When Mikayla Cahill was 23 she had her testes surgically removed. She is one of many intersex people who have been operated on so their bodies fit binary ideas of what male or female bodies “should” be like. But Mikayla felt proud and healthier with her testes, and is now questioning why she couldn't live her life with them intact as an intersex person.
While other 11-year-old girls were being taught how to use pads and tampons, Mikayla Cahill learned she would never get her period. Not long after, she found out she would never be able to conceive a child either.
But it wasn’t until she was 15 when she was told the reason why.
“I came into my specialist’s office, he pulled out this piece of paper and told me ‘you were meant to be born a boy’,” the now 26-year-old says.
Mikayla was born with an intersex condition called complete androgen insensitivity syndrome.
This means she started to develop as a male foetus, but her body’s receptors couldn’t process testosterone, the primary sex hormone in males. Instead, her body naturally converted it to oestrogen, the primary sex hormone in females.
That’s why Mikayla has the physical appearance and hormonal makeup of a female. But she was born with the XY chromosomes of a male, undescended testes inside her abdomen, and no uterus, ovaries or fallopian tubes.
Two years ago Mikayla had an irreversible surgery to remove her testes, which she immediately regretted.
Doctors had told her she had a 30 to 35 percent chance of developing male-type cancers if she did not have her testes removed. But studies report conflicting results about cancer risk, estimating it to be as low as 0.8 percent to as high as 35 percent. She was not given any individualised tests to assess what her personal risk would be.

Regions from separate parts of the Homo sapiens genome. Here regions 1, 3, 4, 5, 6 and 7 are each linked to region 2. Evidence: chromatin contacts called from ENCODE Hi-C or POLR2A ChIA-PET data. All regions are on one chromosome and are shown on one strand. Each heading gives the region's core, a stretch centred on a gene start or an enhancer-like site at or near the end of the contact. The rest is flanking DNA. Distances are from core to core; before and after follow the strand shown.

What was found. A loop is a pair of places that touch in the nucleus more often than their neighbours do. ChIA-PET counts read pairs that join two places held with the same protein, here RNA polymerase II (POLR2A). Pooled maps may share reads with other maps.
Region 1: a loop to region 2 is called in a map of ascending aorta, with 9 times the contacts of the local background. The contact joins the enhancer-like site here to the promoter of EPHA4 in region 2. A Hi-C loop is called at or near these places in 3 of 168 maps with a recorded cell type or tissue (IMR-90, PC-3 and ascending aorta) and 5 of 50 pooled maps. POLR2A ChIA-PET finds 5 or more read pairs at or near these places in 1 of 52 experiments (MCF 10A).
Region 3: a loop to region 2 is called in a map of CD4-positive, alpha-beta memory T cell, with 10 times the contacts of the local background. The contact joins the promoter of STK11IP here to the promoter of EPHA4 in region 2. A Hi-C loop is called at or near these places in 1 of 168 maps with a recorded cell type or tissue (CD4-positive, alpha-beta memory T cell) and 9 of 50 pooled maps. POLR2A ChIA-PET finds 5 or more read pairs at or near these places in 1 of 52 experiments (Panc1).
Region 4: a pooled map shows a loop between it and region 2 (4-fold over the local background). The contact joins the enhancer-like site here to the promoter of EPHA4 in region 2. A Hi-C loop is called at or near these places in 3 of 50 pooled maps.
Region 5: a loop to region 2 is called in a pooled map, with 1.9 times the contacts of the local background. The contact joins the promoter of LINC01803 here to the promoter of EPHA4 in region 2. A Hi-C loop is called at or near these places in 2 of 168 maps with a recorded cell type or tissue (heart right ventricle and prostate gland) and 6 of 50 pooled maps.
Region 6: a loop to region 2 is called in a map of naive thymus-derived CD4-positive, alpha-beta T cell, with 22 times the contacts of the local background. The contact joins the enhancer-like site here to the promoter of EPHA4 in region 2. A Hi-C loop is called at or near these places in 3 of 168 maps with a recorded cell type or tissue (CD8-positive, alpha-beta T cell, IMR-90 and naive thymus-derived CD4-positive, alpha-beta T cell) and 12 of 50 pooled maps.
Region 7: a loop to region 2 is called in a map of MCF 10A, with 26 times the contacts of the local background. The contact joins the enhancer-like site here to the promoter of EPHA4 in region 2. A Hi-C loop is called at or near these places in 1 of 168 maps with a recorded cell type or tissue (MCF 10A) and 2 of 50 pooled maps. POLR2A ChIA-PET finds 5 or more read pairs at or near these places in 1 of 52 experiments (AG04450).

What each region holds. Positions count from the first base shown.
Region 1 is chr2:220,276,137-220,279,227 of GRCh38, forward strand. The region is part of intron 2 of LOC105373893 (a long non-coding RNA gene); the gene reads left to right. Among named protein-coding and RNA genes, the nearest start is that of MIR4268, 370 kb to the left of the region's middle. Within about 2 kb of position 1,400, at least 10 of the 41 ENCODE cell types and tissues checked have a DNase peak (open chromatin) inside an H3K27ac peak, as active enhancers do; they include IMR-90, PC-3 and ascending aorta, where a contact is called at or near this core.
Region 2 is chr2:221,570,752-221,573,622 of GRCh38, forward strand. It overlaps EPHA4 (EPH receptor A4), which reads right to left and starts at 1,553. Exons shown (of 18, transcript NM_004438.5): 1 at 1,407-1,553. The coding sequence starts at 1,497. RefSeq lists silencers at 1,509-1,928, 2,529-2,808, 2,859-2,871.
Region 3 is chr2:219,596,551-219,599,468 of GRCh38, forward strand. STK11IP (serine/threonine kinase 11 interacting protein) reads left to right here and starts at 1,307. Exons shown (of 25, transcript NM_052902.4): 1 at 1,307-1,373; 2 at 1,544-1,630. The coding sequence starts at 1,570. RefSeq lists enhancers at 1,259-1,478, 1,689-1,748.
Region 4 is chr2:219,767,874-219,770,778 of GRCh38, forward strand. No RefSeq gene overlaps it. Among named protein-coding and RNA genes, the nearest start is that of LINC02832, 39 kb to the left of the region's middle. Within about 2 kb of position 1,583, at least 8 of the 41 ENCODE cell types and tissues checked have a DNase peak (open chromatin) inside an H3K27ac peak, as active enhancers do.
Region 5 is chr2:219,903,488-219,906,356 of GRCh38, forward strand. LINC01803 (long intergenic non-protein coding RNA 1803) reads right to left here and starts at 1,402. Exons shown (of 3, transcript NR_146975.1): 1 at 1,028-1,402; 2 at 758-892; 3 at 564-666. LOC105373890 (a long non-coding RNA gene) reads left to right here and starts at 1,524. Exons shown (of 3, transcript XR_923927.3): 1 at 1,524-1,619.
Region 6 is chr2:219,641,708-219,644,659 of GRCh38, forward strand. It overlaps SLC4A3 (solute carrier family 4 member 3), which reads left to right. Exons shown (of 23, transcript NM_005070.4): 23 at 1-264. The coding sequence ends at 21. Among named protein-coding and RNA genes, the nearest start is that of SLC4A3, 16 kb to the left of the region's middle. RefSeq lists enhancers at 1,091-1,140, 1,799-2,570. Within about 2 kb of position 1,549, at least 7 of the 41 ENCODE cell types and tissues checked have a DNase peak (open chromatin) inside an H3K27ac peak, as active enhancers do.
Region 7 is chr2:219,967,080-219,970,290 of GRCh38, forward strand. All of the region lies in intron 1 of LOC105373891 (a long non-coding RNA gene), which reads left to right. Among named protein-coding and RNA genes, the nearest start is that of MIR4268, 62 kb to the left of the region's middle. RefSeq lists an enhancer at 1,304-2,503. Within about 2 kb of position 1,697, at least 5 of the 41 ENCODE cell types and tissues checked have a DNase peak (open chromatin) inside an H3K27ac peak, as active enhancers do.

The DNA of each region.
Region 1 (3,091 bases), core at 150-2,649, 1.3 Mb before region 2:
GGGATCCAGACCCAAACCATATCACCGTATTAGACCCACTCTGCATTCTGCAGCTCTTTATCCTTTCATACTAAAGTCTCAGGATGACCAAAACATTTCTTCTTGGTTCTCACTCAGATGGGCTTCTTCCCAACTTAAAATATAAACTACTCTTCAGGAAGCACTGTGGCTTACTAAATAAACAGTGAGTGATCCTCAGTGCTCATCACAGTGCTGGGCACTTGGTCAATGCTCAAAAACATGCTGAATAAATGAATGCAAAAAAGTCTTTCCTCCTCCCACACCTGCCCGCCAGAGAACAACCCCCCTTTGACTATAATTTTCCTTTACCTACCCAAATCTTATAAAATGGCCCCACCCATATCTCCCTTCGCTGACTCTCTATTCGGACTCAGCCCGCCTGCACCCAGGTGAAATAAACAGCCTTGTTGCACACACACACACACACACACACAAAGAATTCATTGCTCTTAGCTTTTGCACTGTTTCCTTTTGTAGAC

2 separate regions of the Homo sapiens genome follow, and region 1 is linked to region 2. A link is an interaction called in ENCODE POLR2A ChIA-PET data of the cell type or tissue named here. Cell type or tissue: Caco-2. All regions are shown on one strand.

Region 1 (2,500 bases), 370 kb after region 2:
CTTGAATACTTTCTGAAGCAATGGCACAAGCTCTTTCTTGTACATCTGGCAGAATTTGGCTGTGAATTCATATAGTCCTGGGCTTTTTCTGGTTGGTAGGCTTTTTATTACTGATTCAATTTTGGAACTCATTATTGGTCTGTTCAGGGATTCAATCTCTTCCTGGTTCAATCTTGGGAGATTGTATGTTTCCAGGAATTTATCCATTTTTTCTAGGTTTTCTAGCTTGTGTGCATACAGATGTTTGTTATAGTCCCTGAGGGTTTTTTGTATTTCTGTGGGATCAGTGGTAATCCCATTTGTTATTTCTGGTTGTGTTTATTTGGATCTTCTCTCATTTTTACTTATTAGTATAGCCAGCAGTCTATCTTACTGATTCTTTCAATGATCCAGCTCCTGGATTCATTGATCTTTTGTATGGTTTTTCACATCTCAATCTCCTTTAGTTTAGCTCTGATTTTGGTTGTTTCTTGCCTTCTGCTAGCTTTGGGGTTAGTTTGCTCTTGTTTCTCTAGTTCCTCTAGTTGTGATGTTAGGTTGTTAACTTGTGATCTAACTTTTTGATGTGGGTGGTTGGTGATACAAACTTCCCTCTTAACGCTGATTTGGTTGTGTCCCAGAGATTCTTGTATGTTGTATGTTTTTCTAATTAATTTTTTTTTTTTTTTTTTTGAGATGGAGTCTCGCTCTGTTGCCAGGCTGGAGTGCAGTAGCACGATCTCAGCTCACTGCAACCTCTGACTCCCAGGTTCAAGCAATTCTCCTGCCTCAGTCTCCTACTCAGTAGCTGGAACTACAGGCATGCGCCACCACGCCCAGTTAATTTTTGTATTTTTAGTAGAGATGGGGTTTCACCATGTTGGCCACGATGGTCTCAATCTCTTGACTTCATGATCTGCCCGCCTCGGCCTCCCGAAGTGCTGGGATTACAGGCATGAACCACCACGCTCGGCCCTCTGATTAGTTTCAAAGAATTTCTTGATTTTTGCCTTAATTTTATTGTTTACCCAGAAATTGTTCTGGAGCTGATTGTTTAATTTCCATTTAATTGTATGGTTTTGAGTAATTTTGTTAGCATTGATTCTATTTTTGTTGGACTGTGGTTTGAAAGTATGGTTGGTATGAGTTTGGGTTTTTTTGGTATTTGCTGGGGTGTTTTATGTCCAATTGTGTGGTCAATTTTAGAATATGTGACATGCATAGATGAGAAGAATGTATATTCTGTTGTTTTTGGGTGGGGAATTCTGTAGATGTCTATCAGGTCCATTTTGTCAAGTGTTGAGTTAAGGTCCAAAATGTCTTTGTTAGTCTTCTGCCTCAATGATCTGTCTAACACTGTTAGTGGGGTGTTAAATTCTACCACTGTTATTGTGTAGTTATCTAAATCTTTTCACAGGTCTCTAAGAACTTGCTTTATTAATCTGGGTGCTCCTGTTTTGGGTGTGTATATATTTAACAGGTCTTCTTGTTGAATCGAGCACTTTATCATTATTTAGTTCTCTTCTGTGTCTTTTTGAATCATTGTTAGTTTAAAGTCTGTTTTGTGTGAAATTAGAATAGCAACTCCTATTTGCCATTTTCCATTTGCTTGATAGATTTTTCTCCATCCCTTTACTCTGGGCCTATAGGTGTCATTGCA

Mikayla suspects the decision to recommend surgery may have been partly driven by a medical view that intersex bodies need to be “fixed”, rather than an accurate individual risk.
She has been left questioning whether she really needed the surgery, and why intersex bodies are not left as they are.
But more than anything, she wants to know why doctors told her to keep her intersex condition a secret, and why she was left feeling like she was the only person like her who existed.
Intersex people and “normalising” surgeries
Mikayla’s condition is one of many that come under the umbrella definition of intersex.
An intersex person is anyone born with chromosomes, hormones, or sexual or reproductive anatomy that does not fit the binary definitions of “female” or “male” bodies. In other words, a child can be born with traits or variations that make it hard for a doctor to tell if they are a boy or girl because they are both, or neither.
While Mikayla’s specific condition is rare - around one in 20,000 to one in 99,000 births - the UN estimates 1.7 percent of the global population are intersex, which is the same amount as people born with naturally red hair.
Many intersex people have had so-called "normalising" surgeries performed on them. One of the main objectives of these surgeries is to make the patient fit the normative definitions of male or female bodies due to perceived fears that ambiguous bodies will not be socially accepted and could negatively impact the intersex person’s wellbeing.
Some surgeries also have additional objectives, including facilitating fertility, urination or menstruation, or in Mikayla’s case, to reduce the cancer risk of undeveloped sex organs.